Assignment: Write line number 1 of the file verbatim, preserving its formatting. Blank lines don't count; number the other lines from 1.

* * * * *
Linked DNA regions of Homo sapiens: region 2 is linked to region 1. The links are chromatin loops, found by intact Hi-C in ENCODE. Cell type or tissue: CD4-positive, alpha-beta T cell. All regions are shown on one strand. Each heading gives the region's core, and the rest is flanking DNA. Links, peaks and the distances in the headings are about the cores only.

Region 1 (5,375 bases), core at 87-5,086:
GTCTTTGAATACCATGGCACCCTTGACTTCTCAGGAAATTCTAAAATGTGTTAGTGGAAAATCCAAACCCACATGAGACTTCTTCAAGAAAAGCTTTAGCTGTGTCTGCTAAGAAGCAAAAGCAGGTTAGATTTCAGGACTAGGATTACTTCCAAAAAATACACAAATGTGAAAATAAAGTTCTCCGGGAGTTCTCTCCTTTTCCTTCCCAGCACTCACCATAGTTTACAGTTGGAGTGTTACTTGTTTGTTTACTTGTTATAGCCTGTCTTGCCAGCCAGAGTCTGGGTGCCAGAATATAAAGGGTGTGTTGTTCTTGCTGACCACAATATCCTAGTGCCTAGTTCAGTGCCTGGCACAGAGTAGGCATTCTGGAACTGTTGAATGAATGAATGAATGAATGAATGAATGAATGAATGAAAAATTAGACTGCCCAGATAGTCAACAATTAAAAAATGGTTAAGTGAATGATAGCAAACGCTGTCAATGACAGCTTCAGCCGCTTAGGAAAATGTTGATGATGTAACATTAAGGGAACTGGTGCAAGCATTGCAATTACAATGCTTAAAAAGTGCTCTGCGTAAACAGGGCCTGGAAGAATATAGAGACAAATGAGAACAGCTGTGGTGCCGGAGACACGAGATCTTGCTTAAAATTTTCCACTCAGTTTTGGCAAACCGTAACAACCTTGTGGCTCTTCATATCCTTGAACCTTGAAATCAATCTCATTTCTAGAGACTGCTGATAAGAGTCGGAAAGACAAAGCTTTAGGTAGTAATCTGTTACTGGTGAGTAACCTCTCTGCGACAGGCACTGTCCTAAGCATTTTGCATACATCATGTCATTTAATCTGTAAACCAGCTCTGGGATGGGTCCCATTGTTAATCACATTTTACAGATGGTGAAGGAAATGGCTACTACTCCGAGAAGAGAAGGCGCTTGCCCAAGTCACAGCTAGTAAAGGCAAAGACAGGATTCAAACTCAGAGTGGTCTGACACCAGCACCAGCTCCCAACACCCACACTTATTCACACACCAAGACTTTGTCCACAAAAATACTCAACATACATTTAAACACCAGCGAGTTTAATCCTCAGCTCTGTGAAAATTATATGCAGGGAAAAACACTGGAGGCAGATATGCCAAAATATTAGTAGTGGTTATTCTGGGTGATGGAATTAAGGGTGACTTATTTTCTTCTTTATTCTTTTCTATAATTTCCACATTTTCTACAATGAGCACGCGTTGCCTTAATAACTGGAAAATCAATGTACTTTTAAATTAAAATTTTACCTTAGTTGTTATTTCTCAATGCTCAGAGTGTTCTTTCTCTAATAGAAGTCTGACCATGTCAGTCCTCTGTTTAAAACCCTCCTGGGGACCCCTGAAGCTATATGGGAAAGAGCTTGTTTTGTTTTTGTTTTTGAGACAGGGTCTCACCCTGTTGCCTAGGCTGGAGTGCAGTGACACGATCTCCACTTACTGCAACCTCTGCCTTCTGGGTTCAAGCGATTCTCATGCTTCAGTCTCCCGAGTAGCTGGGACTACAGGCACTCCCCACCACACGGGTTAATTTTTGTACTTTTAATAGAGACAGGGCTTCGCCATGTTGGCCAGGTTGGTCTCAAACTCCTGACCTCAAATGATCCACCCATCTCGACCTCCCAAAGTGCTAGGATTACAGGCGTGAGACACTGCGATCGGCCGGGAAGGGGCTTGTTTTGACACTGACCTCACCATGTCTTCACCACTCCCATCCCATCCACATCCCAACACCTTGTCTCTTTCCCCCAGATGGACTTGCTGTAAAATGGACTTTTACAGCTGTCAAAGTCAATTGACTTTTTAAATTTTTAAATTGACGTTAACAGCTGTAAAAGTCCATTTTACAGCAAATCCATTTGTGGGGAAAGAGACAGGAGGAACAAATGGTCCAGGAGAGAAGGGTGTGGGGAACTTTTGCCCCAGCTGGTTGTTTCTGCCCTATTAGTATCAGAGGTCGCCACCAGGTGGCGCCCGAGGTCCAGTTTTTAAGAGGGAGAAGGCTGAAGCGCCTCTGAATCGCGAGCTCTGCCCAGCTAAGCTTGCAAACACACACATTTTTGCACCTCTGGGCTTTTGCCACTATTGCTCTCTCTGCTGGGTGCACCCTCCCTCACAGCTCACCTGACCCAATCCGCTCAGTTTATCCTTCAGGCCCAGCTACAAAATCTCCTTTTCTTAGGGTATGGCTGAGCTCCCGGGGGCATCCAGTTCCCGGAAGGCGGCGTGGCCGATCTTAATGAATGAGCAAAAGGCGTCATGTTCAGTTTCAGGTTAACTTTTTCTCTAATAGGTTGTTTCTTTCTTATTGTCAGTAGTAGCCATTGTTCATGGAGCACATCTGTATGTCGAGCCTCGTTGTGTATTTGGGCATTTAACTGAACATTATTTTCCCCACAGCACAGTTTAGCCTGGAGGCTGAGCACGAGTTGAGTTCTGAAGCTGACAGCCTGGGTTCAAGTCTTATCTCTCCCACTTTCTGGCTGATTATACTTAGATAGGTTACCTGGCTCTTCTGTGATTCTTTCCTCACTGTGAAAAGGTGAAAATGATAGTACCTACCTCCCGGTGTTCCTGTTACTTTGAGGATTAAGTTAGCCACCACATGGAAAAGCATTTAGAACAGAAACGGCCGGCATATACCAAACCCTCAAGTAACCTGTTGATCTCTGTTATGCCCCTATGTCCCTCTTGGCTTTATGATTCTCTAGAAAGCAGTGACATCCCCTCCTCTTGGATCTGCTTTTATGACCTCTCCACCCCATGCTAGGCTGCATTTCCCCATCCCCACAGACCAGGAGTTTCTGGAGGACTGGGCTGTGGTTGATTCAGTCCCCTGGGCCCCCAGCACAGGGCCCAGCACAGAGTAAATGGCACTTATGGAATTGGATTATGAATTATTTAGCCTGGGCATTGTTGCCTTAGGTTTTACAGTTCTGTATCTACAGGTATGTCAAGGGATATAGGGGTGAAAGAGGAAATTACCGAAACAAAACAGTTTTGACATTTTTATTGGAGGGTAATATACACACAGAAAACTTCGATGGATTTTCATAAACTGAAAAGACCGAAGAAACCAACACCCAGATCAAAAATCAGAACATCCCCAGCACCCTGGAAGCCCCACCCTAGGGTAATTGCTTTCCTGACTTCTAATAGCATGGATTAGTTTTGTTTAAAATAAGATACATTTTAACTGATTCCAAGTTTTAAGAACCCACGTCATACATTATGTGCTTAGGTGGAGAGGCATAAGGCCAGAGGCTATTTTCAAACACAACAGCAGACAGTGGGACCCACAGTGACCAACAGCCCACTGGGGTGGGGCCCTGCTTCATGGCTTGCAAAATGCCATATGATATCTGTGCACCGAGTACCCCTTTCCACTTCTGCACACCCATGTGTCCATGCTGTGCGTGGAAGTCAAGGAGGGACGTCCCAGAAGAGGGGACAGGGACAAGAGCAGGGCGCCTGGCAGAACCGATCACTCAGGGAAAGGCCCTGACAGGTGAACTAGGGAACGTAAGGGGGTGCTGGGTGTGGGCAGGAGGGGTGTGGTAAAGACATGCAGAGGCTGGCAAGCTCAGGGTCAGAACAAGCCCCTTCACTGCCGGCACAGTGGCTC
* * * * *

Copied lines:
Linked DNA regions of Homo sapiens: region 2 is linked to region 1. The links are chromatin loops, found by intact Hi-C in ENCODE. Cell type or tissue: CD4-positive, alpha-beta T cell. All regions are shown on one strand. Each heading gives the region's core, and the rest is flanking DNA. Links, peaks and the distances in the headings are about the cores only.